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Quinte Walleye: Fostering Fine Angling

Ken McCracken with a nice Bay of Quinte walleye. • Credit: Tom Goldsmith


Editor's Note: The Bay of Quinte offers excellent year-round fishing for Ontarians looking for a lake close to home in Southern Ontario. 

Most days in May I find myself feeding the mosquitoes and blackflies in my local turkey woods, but when asked to come along on a walleye fishing excursion to the famed Bay of Quinte, I jumped at the chance. I mean, it was beginning to look like my freezer might end up with a gobbler-sized space available anyways.

So I traded my repellent-soaked camo and shotgun for fishing gear and early the next morning we loaded my friend Ken McCracken’s fifth-wheel trailer and headed south toward Marysville. There we would meet Ken’s father Milt, a Quinte veteran, and proceed south on Highway 49 across the Skyway Bridge to Country Shores on the shores of the Bay of Quinte.

As we checked in and registered at the office that also served as a bait and tackle shop, we caught up on stories of other anglers’ success. Before we had a chance to even extend the pop-outs on Ken’s trailer, however, Milt’s boat was picked up by County Shores' staff and launched at their dock. Fishing, you see, was why we were there and the people at County Shores' were accustomed to our sort.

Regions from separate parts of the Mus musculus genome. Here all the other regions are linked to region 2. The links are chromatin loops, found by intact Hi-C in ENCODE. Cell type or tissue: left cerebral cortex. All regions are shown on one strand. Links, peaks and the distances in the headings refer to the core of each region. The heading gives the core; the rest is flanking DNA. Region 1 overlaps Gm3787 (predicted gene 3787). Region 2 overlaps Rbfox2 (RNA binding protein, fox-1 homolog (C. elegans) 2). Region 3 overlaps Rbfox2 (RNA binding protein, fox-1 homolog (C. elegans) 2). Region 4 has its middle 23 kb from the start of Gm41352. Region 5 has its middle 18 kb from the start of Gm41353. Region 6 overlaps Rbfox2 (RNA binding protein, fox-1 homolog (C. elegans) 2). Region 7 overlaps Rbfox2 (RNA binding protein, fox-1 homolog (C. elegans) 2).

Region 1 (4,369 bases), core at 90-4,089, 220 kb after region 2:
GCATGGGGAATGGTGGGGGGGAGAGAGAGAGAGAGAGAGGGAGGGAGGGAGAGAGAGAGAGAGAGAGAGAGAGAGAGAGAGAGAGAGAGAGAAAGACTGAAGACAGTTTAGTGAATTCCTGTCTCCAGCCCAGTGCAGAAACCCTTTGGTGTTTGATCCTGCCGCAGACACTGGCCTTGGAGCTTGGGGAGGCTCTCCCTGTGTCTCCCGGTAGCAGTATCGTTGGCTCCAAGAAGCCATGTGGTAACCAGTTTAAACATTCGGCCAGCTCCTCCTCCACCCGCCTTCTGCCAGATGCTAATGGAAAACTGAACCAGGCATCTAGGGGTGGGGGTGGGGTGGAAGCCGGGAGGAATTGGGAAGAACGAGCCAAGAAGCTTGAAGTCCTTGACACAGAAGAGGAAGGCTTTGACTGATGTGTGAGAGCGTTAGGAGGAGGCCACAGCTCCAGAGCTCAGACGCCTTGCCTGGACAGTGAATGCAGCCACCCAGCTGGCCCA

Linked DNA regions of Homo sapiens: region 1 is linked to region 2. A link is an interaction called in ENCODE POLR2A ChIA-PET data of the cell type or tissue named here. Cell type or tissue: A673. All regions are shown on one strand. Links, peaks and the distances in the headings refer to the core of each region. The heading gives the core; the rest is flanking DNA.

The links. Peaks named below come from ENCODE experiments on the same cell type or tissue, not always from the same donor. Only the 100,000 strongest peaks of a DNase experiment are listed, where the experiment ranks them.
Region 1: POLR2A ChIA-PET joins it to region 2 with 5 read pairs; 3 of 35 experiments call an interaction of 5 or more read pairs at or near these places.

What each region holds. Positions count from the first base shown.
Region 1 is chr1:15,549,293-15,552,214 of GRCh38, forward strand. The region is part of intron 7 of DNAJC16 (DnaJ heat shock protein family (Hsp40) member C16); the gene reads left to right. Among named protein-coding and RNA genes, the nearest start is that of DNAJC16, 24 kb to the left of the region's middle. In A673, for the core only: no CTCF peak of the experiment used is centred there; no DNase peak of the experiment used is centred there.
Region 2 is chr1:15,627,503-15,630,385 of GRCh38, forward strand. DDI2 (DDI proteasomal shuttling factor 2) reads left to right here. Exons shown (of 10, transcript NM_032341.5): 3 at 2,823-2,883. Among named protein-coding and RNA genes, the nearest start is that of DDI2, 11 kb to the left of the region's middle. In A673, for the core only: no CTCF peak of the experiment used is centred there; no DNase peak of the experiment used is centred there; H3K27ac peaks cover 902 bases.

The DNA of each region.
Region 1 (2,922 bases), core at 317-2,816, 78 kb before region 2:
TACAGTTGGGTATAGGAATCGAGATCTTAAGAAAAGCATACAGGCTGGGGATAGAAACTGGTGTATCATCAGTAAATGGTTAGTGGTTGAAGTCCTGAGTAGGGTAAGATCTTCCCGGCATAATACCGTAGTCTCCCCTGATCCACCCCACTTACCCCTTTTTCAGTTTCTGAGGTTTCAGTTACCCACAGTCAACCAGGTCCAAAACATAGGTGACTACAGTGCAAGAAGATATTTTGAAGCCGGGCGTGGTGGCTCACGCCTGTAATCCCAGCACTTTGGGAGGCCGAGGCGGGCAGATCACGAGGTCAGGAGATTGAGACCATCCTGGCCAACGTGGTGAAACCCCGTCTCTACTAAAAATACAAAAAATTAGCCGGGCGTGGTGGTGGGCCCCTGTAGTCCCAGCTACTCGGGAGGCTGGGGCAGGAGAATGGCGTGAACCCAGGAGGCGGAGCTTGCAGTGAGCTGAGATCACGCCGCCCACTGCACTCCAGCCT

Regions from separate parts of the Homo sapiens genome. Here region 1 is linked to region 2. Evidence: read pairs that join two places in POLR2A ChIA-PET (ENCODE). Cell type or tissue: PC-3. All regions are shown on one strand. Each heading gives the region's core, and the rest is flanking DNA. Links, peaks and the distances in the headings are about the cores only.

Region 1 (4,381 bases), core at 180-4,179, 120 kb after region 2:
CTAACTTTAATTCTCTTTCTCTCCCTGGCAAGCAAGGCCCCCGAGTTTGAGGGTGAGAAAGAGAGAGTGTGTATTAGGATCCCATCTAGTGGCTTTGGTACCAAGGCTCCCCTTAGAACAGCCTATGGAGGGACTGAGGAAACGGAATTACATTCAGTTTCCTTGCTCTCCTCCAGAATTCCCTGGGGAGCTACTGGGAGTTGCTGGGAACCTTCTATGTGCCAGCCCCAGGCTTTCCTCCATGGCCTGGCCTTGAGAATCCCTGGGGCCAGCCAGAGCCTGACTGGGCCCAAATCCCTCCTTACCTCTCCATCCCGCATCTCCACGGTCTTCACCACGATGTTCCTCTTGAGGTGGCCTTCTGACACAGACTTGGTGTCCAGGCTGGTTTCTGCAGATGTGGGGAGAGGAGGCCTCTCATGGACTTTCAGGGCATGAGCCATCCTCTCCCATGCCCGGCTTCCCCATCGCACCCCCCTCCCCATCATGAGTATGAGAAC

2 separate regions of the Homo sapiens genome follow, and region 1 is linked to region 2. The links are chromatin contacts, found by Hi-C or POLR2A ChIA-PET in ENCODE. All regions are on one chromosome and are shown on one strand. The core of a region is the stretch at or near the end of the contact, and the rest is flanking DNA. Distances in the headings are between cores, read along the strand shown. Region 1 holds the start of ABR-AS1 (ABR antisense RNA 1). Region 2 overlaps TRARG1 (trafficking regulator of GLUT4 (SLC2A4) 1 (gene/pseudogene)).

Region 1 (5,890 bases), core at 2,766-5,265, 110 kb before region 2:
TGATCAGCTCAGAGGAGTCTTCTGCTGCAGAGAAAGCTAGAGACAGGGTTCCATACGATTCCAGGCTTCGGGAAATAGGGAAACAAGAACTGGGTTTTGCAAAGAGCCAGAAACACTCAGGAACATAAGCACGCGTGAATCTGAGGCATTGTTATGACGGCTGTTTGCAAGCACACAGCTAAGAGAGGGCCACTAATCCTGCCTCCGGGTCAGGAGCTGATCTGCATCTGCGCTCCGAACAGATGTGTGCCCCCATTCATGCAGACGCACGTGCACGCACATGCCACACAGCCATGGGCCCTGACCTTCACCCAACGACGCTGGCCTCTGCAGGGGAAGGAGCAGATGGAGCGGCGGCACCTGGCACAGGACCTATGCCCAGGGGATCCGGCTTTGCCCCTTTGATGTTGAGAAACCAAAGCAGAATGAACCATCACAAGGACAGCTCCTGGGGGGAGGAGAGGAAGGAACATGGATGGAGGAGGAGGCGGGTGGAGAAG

Milt McCrackenBay of Quinte walleyeMilt McCracken hangs a fine Bay of Quinte walleye from a scale. (Photo credit: Tom Goldsmith)

Soon we were on the open and choppy waters of Quinte, trolling over a series of shoals ranging from 13 to 25 feet deep. Within minutes of cutting the outboard Ken was into a fish. As he lifted his first walleye into the boat I felt the telltale thump, thump, on my rod and set the hook of my bottom-bouncing dew worm rig. The next couple of hours saw us retracing our path through the shoals, taking turns boating what ended up being a few limits of walleye ranging from one to six pounds. Of greatest interest to me was the fact that the game we were playing was all about location and speed of drift. Even the slightest change, however subtle, in our bait presentation, made all the difference in fooling these walleye.

working the shoals in Eastern Ontario’s Bay of QuinteWorking the shoals in Eastern Ontario’s Bay of Quinte. (Photo credit: Tom Goldsmith)

On our final day, the walleye cooperated once again and we selectively kept the remainder of our count using the same proven techniques and patterns repeated from day one. I returned home with enough fish to fill the hole in my freezer. The funny thing about walleye fillets, though, is they sure didn’t fill it for very long.

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